The Sapy achieved a 26.6% return in 2014 including dividends, outpacing the JSE all-share index, which only returned 10.9%. But this gap is shrinking and it is not a given that listed property will beat other equities next year.

"We are forecasting single-digit total returns of 6% to 8% in 2016. That is our base-case scenario," head of listed property funds at Stanlib, Keillen Ndlovu, says.

Top Performing Companies

Among the top performers this year have been companies within the Resilient stable of companies. Other star performers have included Sirius Real Estate which only listed last year on the JSE but now has a market capitalisation of more than R6bn.

Sirius achieved 44.07% share price growth by the middle of December. Analysts say that it is likely to still offer upside for South Africans. Sirius owns and operates business parks and storage units. Its tenants tend to be small and medium businesses.

Fortress Income Fund was a top performer this year too. It has been helped by the company taking over Capital Property Fund. Fortess has A and B units. Its B unit achieved 135% growth for the first eleven months of 2015.

Fortress will become one of the JSE’s biggest South African-based property fund by market capitalisation, worth around R50bn.

The new fund will be a more liquid offering to South African investors.

Fortress focuses on retail centre assets situated near transport nodes such as taxi ranks, bus and railway terminals. This market has become saturated in recent months and Fortress has been looking to diversify its business said Fortress CEO Mark Stevens.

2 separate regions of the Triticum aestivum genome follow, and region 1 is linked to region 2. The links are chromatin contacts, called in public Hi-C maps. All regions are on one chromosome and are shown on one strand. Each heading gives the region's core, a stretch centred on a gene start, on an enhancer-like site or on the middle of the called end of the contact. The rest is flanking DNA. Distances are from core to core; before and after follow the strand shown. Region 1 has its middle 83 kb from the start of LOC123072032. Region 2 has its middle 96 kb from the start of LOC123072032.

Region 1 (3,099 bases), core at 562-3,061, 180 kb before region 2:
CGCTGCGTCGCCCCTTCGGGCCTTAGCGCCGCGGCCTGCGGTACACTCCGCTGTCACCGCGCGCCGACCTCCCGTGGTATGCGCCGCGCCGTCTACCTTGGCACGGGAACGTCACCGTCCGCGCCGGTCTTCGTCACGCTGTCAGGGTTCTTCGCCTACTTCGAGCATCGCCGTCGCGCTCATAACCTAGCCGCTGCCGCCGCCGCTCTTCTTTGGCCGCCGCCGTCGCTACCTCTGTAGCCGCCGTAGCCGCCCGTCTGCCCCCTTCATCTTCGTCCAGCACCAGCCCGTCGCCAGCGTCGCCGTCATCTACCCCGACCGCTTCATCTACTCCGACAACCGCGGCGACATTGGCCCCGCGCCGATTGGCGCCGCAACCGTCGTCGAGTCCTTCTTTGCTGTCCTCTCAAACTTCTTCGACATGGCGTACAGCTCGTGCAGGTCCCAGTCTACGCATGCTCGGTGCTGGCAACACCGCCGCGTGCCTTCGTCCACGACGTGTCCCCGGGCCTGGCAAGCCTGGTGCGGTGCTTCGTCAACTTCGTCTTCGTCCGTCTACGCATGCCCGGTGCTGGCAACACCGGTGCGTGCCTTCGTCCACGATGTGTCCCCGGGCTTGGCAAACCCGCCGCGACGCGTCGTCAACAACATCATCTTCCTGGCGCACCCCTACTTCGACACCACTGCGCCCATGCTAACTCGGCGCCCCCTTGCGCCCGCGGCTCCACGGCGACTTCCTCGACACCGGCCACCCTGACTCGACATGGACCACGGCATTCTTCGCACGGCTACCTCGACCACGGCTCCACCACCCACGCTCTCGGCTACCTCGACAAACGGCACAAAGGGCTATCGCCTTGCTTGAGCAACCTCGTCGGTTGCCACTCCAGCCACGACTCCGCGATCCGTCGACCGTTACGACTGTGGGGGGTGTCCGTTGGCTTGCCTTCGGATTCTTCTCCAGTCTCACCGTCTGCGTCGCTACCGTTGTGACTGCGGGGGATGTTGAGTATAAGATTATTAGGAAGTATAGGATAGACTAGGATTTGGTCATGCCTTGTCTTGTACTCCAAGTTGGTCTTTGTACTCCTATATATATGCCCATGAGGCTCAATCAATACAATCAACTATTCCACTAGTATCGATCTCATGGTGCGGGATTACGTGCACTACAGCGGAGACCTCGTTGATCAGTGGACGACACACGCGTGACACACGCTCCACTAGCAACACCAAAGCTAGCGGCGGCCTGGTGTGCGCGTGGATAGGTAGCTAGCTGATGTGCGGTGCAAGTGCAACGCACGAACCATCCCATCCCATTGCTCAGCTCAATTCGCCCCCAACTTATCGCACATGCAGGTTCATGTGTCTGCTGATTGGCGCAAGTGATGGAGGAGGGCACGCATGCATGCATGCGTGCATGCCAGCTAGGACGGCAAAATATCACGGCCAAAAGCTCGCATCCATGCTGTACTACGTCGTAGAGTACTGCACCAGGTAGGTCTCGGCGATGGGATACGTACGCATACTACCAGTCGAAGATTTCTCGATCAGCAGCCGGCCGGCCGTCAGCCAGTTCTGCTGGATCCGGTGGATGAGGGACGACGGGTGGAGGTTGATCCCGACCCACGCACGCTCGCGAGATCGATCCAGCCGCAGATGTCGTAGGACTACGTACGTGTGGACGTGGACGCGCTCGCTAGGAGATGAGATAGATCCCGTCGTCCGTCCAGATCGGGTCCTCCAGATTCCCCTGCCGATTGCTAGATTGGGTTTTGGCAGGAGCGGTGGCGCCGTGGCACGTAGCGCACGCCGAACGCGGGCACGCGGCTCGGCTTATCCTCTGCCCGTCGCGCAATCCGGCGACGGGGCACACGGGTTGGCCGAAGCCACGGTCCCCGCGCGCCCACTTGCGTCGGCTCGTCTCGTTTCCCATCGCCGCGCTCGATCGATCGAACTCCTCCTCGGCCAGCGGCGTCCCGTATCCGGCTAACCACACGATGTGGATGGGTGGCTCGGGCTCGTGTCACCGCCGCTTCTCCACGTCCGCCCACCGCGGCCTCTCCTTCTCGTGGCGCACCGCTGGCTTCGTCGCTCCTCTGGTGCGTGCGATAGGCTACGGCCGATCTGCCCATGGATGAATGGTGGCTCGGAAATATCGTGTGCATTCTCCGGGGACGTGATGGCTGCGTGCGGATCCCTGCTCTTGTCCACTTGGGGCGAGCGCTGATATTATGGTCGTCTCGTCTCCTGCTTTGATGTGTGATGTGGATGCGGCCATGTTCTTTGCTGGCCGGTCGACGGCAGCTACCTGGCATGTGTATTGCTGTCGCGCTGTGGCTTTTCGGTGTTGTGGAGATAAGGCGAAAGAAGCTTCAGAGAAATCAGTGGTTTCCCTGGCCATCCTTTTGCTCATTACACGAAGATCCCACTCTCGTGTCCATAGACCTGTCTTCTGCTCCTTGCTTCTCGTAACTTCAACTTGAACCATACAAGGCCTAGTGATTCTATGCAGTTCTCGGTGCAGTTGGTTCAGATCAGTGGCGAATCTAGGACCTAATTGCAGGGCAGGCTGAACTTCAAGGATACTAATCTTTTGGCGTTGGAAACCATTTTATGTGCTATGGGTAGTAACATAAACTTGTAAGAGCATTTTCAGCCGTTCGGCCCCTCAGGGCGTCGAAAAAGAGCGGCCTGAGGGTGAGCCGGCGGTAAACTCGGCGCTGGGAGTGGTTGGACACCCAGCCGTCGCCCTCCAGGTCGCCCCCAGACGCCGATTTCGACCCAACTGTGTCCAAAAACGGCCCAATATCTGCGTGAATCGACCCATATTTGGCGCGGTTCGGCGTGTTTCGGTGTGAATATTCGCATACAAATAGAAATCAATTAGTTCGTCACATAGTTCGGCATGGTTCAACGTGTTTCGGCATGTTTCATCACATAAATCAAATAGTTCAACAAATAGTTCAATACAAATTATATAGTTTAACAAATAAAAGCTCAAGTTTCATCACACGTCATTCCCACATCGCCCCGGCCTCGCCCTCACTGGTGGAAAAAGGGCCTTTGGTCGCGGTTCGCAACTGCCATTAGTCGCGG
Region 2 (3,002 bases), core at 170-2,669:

By buying Capital, it acquires the largest proportion of listed industrial property in SA. It has also been included in global property indices because of its size which will attract more foreign investment.

The new merged Fortress and Capital is set to become an attractive investment for offshore institutions especially because it will be included in the MSCI emerging markets index.

MSCI is a US-based provider of equity, fixed income and hedge fund stock market indices, and it has fast-tracked Fortress’s inclusion in its emerging markets index.

This will force global index trackers to buy Fortress shares, which could lead to a rerating for the company and also boost its share price.

Cape based Freedom Property Fund had a dire year, losing more than 60 % of its value and its CEO too in the form of Tyrone Govender. Not all recently listed property funds had a successful 2015. It will be harder next year when capital is more difficult to come by. However expect more listings in 2016, many of which will be offshore based property funds. Kenya’s Nairobi Stock Exchange has launched Real Estate Investment Trusts in the country.

Some South African funds may list on the exchange. Mara Delta, the pan African property fund could also list in Kenya.

Investors in SA listed property need to be more careful when investing in 2016 and selective if they buy South Africa or offshore property stocks. Much of the easy money has been made.